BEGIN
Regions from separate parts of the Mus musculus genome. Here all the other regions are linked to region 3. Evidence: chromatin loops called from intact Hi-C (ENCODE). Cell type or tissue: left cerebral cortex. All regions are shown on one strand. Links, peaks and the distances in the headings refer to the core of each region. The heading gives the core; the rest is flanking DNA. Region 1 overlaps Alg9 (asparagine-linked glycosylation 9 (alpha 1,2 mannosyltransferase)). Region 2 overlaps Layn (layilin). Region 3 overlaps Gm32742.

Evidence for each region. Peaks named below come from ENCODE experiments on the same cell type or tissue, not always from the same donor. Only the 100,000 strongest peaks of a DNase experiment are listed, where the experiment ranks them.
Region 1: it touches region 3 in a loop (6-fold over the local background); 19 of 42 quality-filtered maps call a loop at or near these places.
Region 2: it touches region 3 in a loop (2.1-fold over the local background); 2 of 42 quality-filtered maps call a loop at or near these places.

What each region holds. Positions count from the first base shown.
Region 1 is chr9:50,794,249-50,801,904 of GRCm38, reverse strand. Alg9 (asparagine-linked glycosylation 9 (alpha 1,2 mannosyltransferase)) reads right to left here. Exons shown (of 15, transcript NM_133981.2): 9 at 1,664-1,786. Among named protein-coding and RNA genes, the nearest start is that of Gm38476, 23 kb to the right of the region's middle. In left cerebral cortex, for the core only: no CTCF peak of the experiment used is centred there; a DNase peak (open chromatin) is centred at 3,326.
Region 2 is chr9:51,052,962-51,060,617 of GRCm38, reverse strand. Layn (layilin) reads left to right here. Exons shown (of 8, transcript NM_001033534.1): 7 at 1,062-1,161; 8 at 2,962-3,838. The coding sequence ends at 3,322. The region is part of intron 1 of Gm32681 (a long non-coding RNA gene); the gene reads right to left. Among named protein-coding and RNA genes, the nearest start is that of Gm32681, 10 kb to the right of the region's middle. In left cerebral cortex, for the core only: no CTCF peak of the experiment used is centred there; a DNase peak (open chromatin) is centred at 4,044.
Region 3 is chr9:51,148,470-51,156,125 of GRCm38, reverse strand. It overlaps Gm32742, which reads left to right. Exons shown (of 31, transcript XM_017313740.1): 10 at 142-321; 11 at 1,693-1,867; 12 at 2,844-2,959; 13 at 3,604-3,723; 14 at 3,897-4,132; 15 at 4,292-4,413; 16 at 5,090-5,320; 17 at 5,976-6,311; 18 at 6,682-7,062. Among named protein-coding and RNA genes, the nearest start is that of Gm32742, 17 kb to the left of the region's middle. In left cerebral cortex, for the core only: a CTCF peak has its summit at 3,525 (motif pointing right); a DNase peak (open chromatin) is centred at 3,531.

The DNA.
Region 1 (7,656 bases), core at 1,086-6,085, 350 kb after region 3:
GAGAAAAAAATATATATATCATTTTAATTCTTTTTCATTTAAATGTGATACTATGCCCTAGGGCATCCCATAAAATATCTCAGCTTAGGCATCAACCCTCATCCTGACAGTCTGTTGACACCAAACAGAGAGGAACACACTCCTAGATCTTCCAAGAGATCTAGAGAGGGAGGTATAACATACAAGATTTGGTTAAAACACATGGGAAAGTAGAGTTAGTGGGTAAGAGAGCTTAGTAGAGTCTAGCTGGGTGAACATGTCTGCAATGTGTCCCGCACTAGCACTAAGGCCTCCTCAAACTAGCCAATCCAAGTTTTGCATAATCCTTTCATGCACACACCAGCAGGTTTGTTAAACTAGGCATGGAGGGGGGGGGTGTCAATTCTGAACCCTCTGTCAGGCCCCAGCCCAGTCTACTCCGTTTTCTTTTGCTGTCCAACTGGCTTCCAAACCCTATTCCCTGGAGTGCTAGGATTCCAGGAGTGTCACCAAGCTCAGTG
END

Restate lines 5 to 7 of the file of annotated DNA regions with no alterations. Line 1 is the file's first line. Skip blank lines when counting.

What each region holds. Positions count from the first base shown.
Region 1 is chr9:50,794,249-50,801,904 of GRCm38, reverse strand. Alg9 (asparagine-linked glycosylation 9 (alpha 1,2 mannosyltransferase)) reads right to left here. Exons shown (of 15, transcript NM_133981.2): 9 at 1,664-1,786. Among named protein-coding and RNA genes, the nearest start is that of Gm38476, 23 kb to the right of the region's middle. In left cerebral cortex, for the core only: no CTCF peak of the experiment used is centred there; a DNase peak (open chromatin) is centred at 3,326.
Region 2 is chr9:51,052,962-51,060,617 of GRCm38, reverse strand. Layn (layilin) reads left to right here. Exons shown (of 8, transcript NM_001033534.1): 7 at 1,062-1,161; 8 at 2,962-3,838. The coding sequence ends at 3,322. The region is part of intron 1 of Gm32681 (a long non-coding RNA gene); the gene reads right to left. Among named protein-coding and RNA genes, the nearest start is that of Gm32681, 10 kb to the right of the region's middle. In left cerebral cortex, for the core only: no CTCF peak of the experiment used is centred there; a DNase peak (open chromatin) is centred at 4,044.